The storms ripping through the Eastern Cape and KwaZulu-Natal should, therefore, be understood within the context of climate change
A VIOLENT storm that moved over the eThekwini area on Monday night and continued into yesterday morning killed 32 people and left scores injured and displaced.
This was while the SA National Defence Force was deployed to the Eastern Cape after flooding displaced hundreds of people in Port St Johns.
Heavy rain in recent days has wrought havoc in some parts of the country, leaving in its wake death and destruction of property.
There are clear indications that we are living in the days of extreme weather.
According to the National Water Resource Strategy (Department of Water Affairs, 2013), water is the primary medium through which impacts of climate change are being felt in South Africa.
The department also noted that increases in climate variability and climatic extremes are impacting both water quality and availability through changes in rainfall patterns, with more intense storms, floods and droughts and changes in soil moisture and run-off, among other things.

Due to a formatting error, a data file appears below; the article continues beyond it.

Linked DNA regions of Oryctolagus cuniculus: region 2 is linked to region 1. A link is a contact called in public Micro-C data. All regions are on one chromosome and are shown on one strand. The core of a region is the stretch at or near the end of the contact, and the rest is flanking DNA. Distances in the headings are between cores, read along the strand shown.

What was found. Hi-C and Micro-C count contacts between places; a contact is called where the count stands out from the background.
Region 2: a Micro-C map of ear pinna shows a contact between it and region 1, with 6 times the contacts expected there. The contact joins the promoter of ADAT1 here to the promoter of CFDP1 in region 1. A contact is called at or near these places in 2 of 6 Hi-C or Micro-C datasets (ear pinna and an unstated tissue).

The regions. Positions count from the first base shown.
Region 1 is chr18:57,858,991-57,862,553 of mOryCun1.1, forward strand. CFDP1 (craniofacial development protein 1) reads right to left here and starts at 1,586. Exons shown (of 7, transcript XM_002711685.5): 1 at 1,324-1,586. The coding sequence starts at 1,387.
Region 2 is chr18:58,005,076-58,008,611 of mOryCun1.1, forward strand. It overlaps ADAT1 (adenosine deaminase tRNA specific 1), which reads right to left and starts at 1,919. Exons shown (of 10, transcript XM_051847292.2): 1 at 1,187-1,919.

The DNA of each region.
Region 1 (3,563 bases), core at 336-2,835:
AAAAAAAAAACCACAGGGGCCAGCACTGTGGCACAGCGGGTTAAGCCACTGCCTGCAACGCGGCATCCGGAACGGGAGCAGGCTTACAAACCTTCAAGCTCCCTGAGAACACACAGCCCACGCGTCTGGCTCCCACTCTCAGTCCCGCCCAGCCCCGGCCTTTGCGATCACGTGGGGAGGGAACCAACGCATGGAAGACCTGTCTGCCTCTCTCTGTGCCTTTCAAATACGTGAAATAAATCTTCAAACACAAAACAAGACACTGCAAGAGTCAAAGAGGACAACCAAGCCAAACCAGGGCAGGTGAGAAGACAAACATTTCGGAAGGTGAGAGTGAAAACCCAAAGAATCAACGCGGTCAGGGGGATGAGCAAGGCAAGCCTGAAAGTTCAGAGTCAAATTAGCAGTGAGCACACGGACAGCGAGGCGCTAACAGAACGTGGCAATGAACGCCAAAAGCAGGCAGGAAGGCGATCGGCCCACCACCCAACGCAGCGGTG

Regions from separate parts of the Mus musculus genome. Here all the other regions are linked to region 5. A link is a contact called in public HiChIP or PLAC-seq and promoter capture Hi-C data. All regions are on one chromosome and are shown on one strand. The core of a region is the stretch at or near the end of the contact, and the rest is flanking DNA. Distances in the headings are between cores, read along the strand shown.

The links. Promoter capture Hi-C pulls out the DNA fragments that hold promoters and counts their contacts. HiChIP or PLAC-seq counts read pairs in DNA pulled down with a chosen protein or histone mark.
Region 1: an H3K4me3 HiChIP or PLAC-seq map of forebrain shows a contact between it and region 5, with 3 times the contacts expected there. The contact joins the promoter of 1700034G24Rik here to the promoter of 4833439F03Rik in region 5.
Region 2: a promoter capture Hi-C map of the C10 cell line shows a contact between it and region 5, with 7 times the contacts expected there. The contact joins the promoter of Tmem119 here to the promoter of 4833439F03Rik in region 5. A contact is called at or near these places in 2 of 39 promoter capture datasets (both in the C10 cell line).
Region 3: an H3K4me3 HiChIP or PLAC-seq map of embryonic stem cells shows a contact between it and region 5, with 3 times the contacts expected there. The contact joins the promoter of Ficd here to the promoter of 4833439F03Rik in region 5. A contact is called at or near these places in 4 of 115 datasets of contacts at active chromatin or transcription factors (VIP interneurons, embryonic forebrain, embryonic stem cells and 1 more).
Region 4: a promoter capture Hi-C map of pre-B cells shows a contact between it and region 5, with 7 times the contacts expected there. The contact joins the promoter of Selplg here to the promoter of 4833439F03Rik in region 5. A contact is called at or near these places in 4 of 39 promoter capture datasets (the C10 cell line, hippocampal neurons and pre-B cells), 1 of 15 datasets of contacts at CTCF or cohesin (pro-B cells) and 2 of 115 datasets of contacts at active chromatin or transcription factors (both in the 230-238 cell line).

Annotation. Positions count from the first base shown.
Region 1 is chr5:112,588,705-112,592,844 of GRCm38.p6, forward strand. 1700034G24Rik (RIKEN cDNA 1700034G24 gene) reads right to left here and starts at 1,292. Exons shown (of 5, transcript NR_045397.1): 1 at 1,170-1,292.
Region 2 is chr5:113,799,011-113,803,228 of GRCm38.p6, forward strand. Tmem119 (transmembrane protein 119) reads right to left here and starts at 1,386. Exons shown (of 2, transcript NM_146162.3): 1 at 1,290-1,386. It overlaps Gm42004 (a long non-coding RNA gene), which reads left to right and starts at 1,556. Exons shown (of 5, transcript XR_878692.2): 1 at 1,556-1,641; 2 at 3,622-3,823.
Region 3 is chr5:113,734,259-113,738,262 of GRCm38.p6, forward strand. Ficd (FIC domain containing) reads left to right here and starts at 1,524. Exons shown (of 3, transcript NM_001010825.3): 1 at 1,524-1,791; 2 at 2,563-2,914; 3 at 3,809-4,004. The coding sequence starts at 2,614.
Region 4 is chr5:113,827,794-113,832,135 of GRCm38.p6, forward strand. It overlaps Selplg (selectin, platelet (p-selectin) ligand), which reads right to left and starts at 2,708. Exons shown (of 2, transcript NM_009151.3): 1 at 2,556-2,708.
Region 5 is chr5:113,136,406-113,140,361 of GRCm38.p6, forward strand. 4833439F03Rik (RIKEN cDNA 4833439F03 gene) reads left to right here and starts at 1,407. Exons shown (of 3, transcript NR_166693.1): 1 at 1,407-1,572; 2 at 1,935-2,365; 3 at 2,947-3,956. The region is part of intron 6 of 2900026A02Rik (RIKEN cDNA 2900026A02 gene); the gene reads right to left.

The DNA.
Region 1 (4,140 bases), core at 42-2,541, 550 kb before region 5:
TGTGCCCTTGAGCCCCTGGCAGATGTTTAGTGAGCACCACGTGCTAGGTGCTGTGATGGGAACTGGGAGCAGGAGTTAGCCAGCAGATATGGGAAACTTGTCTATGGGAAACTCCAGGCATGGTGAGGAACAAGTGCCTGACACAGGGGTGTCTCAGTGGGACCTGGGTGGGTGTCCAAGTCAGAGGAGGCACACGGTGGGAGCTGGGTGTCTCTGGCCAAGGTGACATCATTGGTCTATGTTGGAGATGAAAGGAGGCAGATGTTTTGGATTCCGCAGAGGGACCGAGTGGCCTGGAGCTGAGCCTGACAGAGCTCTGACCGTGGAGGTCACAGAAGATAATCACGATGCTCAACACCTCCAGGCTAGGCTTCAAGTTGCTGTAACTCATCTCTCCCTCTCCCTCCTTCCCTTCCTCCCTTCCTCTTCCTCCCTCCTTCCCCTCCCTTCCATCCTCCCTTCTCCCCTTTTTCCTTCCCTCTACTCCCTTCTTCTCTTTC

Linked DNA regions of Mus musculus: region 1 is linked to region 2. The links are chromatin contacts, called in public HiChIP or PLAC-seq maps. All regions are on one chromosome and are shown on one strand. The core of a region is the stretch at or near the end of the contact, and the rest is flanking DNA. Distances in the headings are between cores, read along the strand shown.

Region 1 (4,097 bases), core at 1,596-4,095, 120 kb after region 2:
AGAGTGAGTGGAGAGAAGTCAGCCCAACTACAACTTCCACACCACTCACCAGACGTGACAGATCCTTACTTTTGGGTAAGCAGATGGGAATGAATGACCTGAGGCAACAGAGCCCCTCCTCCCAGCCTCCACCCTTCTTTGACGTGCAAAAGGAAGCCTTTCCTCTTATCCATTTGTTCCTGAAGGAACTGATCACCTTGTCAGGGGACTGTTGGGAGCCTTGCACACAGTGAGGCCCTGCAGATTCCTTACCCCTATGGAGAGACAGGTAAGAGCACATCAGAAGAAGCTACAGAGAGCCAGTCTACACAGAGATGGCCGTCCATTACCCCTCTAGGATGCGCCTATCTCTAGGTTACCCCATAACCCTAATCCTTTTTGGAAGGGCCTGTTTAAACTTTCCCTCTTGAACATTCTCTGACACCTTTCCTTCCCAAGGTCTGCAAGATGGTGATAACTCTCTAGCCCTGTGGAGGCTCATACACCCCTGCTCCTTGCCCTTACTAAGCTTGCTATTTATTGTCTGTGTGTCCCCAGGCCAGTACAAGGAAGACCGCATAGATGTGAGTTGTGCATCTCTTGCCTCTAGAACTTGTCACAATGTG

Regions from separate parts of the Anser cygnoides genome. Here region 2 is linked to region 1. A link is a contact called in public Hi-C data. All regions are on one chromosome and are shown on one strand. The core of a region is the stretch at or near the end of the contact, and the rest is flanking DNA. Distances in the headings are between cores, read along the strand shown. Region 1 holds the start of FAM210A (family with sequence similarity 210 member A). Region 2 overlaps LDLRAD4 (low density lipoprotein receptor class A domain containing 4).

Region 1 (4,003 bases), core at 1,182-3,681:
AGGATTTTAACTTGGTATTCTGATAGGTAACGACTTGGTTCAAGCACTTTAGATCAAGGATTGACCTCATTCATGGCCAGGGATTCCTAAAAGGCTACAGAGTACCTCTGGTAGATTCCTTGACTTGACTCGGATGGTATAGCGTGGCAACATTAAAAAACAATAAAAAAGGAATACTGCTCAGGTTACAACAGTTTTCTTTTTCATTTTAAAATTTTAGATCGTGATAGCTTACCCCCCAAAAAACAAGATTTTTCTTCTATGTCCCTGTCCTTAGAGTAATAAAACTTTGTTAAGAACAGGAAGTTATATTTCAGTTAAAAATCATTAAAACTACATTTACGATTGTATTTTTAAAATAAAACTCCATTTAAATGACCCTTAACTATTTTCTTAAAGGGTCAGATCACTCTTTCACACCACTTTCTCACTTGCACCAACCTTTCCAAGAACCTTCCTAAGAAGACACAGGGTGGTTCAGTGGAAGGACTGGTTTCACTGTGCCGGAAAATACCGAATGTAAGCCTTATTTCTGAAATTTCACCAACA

The storms ripping through the Eastern Cape and KwaZulu-Natal should, therefore, be understood within the context of climate change.
Yet, climate change is not at the centre of our political discourse, a few days before the national and provincial elections, which will, by all accounts, be watershed.
None of the major political parties contesting the May 8 polls have featured the issue of climate change prominently in their manifestos, nor are they highlighting the matter on their campaign trails.
It is a known fact that it is poor countries that will bear the brunt of climate change – or are already.
The recent Cyclone Idai, which ravaged the people of Malawi, Mozambique and Zimbabwe, should remind us as South Africans of our unreadiness to detect or deal with the devastation of bigger floods.
We are not ready for the major health problems that will be unleashed by bigger storms, the damage to infrastructure and the trauma.
It is therefore incumbent on all of us to ensure that the conversation on climate change takes centre stage in our political discourse.
Our failure to ensure that the world deals with factors leading to climate change and to develop response plans will have a devastating impact on our country in the future.